‘Alternative Nobel Prize’ awarded

The Right Livelihood prize, an annual "alternative" to the Nobel prizes, was awarded Tuesday to peace and environmental activists from Sri Lanka, Kenya, Canada and Bangladesh.

The two million Swedish kronor ($310,000) prize will be shared by Christopher Weeramantry of Sri Lanka for “his lifetime of groundbreaking work to strengthen and expand the rule of international law” and Dekha Ibrahim Abdi from Kenya for her “effective peace work and conflict resolution” in many divided countries.

Percy and Louise Schmeiser of Canada were named for giving “the world a wake-up call about the dangers to farmers and biodiversity everywhere from the growing dominance and market aggression of companies engaged in the genetic engineering of crops.”

Grameen Shakti, a company in Bangladesh, was cited for showing “that solar energy applications can be scaled up massively and rapidly to provide an affordable and climate-friendly energy option for the rural poor”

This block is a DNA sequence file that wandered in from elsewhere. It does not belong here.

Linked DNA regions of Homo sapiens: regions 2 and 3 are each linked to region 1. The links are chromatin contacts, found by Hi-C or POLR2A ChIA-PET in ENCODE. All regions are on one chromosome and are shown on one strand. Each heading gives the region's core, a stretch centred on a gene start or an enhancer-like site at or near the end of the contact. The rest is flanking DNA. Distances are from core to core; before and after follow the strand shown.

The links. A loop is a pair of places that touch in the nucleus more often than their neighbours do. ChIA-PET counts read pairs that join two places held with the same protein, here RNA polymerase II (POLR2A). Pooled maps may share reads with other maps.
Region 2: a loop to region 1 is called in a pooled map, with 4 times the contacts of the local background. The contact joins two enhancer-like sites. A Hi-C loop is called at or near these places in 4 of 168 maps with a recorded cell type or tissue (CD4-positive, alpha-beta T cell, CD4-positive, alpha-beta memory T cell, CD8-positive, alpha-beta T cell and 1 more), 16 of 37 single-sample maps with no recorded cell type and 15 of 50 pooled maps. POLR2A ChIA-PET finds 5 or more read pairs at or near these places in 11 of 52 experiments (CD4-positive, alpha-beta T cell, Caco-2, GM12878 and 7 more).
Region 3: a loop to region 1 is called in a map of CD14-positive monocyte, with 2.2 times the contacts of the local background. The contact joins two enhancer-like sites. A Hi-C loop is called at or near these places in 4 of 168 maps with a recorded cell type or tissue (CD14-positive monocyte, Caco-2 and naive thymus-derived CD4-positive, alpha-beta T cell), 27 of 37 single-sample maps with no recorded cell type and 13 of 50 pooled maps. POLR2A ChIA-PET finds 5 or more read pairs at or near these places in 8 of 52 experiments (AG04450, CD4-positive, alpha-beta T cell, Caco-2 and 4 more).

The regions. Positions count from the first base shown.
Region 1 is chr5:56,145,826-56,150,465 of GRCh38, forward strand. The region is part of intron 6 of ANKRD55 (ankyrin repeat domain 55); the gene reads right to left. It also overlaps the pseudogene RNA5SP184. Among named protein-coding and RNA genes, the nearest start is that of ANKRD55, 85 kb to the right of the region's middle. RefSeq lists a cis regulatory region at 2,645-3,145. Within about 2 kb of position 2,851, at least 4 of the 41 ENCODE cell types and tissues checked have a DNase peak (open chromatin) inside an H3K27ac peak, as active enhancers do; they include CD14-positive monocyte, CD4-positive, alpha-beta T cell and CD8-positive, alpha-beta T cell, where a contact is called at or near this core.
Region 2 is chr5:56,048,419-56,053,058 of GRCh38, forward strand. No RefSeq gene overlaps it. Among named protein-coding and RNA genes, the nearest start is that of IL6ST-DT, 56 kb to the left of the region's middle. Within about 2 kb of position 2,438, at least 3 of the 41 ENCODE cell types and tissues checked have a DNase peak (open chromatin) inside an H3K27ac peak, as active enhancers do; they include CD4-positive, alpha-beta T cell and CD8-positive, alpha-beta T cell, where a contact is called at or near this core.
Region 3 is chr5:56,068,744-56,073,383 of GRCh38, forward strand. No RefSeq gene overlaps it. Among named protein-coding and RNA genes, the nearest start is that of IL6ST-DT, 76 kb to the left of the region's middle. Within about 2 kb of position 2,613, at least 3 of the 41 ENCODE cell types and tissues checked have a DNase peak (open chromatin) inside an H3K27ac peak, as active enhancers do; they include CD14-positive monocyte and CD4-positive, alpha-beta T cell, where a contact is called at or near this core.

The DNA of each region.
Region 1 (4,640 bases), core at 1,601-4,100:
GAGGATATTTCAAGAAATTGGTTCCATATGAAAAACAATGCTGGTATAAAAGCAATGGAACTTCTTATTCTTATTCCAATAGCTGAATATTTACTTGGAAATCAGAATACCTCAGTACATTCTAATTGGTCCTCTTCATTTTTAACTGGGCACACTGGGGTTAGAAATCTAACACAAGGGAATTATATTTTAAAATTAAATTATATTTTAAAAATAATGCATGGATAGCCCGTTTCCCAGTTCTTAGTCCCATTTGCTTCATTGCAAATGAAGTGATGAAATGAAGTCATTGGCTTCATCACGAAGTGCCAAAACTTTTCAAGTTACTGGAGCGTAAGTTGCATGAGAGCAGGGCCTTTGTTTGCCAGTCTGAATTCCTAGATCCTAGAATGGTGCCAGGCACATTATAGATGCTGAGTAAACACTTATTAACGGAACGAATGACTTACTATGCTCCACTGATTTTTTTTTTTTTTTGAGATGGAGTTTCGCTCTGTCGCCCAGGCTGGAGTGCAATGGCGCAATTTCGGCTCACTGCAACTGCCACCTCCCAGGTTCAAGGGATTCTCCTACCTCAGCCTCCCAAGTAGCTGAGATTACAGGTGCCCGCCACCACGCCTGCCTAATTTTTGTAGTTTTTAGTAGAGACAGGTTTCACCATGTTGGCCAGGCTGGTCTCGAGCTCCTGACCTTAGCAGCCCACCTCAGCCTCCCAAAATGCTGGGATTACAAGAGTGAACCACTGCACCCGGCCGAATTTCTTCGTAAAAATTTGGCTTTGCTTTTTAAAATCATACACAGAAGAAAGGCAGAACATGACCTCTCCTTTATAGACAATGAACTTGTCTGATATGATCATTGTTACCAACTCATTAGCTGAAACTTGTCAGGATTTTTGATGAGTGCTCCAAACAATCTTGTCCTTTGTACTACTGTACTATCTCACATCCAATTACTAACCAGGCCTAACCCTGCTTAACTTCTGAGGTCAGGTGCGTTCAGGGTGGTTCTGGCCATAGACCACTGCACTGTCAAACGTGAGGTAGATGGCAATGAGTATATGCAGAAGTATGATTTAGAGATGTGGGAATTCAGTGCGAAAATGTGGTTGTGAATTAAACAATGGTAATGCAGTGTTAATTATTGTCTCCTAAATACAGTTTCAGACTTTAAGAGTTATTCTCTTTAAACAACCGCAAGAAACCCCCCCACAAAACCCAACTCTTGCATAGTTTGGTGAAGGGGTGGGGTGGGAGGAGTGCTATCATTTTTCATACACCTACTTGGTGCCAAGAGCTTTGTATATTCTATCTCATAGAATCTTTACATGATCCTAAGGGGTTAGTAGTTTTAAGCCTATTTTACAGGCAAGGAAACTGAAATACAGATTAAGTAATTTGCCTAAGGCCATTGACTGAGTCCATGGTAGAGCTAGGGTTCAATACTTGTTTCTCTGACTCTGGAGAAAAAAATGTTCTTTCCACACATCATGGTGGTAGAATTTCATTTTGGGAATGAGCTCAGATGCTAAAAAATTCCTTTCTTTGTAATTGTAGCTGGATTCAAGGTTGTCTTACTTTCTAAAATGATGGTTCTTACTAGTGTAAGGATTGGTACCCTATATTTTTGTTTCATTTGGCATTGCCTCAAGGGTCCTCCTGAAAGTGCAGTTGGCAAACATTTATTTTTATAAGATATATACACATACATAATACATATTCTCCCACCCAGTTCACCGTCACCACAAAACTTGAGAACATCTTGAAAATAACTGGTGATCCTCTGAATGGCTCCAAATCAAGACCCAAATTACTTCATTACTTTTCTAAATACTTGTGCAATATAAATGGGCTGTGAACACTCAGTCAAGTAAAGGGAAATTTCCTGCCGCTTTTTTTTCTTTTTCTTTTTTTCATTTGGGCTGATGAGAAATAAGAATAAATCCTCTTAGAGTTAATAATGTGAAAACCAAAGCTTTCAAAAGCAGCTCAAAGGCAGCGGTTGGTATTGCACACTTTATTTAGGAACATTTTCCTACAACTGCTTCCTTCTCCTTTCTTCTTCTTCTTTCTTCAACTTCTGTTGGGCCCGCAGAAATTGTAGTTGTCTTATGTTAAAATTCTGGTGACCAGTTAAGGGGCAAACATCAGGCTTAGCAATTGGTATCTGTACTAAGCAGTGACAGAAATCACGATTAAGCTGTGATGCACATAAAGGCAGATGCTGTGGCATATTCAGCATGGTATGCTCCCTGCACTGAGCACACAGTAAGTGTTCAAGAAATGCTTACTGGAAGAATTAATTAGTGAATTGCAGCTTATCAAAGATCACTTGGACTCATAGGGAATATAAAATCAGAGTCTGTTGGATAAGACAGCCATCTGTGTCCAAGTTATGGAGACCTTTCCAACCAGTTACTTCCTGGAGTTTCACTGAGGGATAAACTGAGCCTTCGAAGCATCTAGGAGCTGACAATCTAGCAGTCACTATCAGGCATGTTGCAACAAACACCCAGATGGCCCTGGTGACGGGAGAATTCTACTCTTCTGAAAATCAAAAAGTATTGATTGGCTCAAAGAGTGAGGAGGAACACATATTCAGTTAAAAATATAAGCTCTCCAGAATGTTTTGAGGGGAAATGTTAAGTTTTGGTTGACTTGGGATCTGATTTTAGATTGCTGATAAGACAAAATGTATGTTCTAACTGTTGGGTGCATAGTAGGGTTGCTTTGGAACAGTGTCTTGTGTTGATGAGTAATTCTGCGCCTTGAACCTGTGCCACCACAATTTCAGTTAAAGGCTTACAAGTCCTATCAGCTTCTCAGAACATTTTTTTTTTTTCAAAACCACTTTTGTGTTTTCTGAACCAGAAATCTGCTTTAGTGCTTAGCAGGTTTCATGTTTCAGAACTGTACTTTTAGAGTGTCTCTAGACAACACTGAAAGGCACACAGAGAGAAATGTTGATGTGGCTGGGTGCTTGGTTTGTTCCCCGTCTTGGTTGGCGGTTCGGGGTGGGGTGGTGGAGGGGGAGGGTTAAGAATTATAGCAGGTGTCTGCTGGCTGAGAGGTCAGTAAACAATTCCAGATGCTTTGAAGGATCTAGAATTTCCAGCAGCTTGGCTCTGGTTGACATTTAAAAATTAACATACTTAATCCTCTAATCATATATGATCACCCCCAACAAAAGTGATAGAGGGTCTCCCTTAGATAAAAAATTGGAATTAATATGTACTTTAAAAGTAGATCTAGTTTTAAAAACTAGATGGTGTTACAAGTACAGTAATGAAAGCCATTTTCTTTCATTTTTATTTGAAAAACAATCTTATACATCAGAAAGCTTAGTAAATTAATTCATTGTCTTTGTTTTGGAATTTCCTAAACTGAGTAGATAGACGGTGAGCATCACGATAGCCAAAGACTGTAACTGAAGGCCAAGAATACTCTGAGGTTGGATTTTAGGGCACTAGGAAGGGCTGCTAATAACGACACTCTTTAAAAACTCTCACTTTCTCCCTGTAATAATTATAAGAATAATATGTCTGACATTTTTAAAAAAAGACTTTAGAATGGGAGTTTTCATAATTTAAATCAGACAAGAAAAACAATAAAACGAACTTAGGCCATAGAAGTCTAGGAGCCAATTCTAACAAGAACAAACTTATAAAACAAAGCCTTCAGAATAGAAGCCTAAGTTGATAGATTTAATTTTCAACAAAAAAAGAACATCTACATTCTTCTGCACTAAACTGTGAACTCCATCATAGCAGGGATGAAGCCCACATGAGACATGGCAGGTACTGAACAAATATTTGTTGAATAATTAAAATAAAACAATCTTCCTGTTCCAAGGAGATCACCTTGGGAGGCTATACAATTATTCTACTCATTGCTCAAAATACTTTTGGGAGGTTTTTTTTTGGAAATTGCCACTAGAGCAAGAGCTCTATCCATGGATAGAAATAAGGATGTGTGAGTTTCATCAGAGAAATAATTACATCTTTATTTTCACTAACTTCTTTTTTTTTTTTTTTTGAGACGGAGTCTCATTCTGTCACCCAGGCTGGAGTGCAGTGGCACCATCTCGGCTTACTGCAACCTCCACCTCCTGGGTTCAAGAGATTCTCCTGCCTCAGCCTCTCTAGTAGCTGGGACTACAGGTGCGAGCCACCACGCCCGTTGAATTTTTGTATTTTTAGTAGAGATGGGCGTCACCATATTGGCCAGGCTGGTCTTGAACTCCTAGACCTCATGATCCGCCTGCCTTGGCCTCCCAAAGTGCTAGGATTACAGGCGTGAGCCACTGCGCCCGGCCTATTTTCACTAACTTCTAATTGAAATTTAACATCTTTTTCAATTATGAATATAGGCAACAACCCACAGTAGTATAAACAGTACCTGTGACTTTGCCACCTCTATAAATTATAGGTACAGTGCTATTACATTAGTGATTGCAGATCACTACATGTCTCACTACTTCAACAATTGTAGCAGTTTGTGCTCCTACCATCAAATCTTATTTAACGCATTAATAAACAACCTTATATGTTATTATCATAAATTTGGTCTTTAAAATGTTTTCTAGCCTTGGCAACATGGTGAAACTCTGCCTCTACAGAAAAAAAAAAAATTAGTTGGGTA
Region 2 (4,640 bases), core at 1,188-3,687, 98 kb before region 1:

The award, established in 1980, was announced in Stockholm by its founder Jacob von Uexkull, a former member of the European parliament.

“The 2007 Right Livelihood Award Recipients highlight existing solutions for today’s world,” von Uexkull said in a statement.

“Dekha Ibrahim Abdi and Christopher Weeramantry demonstrate how war and terror can be overcome by peace-building and the rule of international law.

“The Schmeisers and Grameen Shakti show us how to protect two essential services of our global ecosystem: our agricultural resources and our global climate,” he said.

The prizes will be formally awarded at the Swedish Parliament on December 7.